Shutdown attempts go up in smoke

  -It's like standing on the dock and watching the Titanic set out to sea," says Craig Williams of the Chemical Weapons Working Group, a Kentucky-based organization that monitors chemical weapons activity around the U.S. "Nobody wants to listen to us."

Williams is talking about the chemical weapons incineration plant in remote Tooele, Utah, (HCN, 9/16/96) and a federal judge's March 24 decision to allow weapons destruction there to continue. Judge Tena Campbell said the group's evidence "failed to show that they or the public would be irreparably harmed," and that the public interest favors continued operation of the incinerator.

"In Tooele County, the public is very, very supportive of the plant," says Carol Cisco of Utah's Environmental Quality Department. Cisco said her agency believes burning weapons in the highly monitored facility is much safer than letting them disintegrate on site.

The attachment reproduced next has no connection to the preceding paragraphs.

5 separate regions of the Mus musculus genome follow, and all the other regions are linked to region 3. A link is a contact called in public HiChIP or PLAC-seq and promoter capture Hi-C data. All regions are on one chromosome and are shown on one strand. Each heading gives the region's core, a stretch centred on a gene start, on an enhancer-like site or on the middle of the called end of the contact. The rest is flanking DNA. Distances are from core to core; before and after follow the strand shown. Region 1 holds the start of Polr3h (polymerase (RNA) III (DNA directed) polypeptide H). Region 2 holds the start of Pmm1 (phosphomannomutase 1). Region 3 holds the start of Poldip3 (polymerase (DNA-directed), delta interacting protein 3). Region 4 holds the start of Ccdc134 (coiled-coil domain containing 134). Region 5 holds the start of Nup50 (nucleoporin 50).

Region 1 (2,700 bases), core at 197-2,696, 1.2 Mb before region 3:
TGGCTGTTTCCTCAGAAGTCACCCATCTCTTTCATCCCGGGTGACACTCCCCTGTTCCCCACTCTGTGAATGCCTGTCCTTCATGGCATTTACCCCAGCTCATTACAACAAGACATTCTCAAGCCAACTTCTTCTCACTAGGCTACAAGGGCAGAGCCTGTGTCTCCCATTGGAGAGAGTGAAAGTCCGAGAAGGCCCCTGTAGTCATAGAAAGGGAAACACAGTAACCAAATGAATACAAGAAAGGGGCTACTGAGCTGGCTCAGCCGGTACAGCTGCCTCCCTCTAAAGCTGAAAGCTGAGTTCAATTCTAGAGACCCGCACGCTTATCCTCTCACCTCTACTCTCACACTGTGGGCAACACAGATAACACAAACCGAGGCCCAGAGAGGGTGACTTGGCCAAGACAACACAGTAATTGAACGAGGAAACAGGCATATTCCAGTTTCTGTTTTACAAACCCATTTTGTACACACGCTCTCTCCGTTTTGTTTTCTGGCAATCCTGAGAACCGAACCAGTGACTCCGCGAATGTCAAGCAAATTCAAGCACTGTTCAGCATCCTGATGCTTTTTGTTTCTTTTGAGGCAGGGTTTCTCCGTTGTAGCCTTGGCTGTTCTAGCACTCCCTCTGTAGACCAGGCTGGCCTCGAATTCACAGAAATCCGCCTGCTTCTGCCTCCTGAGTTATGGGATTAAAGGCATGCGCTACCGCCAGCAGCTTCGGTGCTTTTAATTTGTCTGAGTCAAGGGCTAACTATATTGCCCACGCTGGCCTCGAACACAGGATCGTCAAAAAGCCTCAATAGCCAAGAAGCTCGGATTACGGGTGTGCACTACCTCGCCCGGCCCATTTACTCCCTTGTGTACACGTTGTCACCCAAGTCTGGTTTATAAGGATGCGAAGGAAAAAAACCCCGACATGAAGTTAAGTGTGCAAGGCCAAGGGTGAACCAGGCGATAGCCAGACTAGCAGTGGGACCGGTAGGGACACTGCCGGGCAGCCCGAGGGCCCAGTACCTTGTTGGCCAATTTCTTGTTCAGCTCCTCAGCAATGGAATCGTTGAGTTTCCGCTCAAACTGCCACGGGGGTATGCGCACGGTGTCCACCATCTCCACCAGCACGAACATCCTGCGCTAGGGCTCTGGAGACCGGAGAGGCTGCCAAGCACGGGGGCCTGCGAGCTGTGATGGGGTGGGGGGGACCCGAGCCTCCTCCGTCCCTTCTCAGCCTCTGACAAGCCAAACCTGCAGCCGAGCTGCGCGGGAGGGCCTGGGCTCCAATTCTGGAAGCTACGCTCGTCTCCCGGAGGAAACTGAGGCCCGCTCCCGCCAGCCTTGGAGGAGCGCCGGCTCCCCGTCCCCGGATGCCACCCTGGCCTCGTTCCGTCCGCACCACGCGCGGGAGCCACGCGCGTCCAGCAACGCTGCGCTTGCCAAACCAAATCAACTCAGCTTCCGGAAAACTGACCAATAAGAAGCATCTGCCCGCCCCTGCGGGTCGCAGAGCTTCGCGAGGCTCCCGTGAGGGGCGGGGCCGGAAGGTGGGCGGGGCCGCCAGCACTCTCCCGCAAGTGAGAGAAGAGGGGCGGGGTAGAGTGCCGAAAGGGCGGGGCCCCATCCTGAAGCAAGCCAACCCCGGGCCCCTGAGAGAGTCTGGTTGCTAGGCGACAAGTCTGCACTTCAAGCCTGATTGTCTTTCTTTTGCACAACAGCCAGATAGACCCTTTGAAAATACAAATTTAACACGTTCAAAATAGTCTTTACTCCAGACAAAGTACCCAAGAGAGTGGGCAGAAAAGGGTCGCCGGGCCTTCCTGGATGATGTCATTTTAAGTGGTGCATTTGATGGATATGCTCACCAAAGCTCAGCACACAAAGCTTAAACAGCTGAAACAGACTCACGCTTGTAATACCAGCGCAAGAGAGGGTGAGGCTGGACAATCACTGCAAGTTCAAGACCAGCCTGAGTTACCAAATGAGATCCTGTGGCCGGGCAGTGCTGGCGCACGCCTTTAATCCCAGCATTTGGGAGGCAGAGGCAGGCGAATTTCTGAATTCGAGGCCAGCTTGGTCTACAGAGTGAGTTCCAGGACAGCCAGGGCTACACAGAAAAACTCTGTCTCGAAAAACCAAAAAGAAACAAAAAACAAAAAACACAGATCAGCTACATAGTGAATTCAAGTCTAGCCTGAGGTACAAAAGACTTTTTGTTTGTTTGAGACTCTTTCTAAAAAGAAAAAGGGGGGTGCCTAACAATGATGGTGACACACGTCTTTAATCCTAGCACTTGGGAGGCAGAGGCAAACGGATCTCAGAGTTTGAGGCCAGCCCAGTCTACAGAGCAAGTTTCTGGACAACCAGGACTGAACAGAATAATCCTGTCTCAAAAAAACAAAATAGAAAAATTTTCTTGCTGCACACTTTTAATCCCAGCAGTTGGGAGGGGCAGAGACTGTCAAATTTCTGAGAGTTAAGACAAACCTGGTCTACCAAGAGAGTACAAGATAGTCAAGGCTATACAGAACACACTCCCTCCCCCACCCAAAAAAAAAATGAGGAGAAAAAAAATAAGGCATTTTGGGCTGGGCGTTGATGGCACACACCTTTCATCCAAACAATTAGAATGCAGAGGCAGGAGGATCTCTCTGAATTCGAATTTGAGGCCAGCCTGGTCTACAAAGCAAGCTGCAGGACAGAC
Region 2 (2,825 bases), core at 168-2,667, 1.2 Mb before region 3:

The $250 million Tooele facility has been closed temporarily at least six times because of leaking floor cracks, nerve and mustard gas leaks and power failures. Despite what Williams describes as "wheelbarrows full of evidence" that has been gathered, in part, from former employees, Judge Campbell has twice denied the group's requests for a shutdown since the facility opened last August.

"Judge Campbell's threshold for evidence is extraordinary," says Williams, whose group will appeal her decision. "We might have to start wheeling in body bags to prove our point here."

* Emily Miller

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